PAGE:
ARC Review: Ruthless Gods by Emily A. Duncan

Ruthless Gods (Something Dark and Holy, #2)Ruthless Gods by Emily A. Duncan
My rating: 5 of 5 stars

Darkness never works alone…

Nadya doesn’t trust her magic anymore. Serefin is fighting off a voice in his head that doesn’t belong to him. Malachiasz is at war with who–and what–he’s become.

As their group is continually torn apart, the girl, the prince, and the monster find their fates irrevocably intertwined. They’re pieces on a board, being orchestrated by someone… or something. The voices that Serefin hears in the darkness, the ones that Nadya believes are her gods, the ones that Malachiasz is desperate to meet—those voices want a stake in the world, and they refuse to stay quiet any longer.

In her dramatic follow-up to Wicked Saints, the first book in her Something Dark and Holy trilogy, Emily A. Duncan paints a Gothic, icy world where shadows whisper, and no one is who they seem, with a shocking ending that will leave you breathless.

Warnings: blood use in magic, self harm and mutilation; body horror; loss of autonomy

Look, this book broke me a bit, so my review might be a little, um, incoherent. I mean, I could have waited until I recovered, but I like having my reviews come fresh especially when the book in question has affected me so. So to start with, I was a little fuzzy on the exact series of events in the ending of Wicked Saints (I blame the narrators of the audiobook), so when I started Ruthless Gods, I still had to remember and pick up the clues of what happened (I didn’t have WS with me, so I would have to make do) and even so, this book does a good job of reminding you, so kudos for that. So, at the start, it has been months since that ending; Malachiasz is an eldritch being who almost became a god but is now in a state of constant flux; Serefin is a king who is in a court that doesn’t want him, and he is also fielding suspicion of having killed his father (when it was the opposite); Nadya is kinda confined to his palace as she was the actual killer and he doesn’t want to out her; she is also been cut off from the gods, and Velyos, who she freed, has picked Serefin as his ‘agent’.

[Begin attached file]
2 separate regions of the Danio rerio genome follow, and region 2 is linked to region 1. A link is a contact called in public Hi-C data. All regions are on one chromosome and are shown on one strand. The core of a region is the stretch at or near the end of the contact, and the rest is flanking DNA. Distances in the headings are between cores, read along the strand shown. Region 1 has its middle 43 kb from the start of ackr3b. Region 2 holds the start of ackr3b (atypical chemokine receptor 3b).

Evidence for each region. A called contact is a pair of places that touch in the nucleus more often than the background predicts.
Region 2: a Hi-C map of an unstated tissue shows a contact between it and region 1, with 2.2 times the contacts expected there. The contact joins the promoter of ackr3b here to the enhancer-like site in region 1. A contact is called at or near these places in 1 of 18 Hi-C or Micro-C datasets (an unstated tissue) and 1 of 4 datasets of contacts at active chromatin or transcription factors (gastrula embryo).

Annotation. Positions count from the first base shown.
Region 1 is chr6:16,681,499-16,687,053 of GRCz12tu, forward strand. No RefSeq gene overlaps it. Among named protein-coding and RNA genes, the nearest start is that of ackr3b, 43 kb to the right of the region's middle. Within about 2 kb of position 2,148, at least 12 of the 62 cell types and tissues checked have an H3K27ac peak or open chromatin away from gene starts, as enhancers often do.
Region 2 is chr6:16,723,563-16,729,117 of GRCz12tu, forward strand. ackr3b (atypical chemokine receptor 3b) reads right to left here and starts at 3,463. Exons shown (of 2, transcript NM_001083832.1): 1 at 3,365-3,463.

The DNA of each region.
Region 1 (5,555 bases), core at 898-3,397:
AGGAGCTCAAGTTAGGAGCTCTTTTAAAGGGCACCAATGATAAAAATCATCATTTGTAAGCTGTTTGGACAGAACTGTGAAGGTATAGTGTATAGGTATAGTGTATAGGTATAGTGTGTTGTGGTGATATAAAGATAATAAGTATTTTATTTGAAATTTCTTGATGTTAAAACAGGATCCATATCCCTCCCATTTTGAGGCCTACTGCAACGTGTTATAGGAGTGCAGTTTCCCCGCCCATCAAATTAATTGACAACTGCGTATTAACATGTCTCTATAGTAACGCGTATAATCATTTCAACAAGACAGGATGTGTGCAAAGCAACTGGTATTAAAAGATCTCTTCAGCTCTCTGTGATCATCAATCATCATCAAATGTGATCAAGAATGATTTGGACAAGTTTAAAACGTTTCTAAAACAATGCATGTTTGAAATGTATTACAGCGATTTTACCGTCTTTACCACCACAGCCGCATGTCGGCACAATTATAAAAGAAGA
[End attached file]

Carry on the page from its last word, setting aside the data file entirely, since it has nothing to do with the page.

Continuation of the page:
For the three main characters, their paths are in direct conflict with each other – Serefin has to punish Malachiasz for treason, despite their familial connection; Nadya wants to reconnect with her gods, but the path to that means putting Malachiasz’s life on the line; Malachiasz still is very intent on killing the Kalyazi gods. With their opposing motives, the fact that they are sort of together on this journey to a realm where mortals cannot survive means that there is a general air of distrust among them. Moreover, Nadya can’t decide between her devotion to her gods, who have hidden things from her, and her love for Malachiasz, which is forbidden since he is a ‘heretic’ monster who played her in WS, and she can’t exactly trust his motives this time either, and she is still wondering what is the source of the magic that burns on her palm, and what is the source of divinity. Meanwhile, Velyos is out to free other fallen gods, and an even older one, and both Tranavia and Kalyazin are in danger from the current pantheon as well as these gods who were locked away.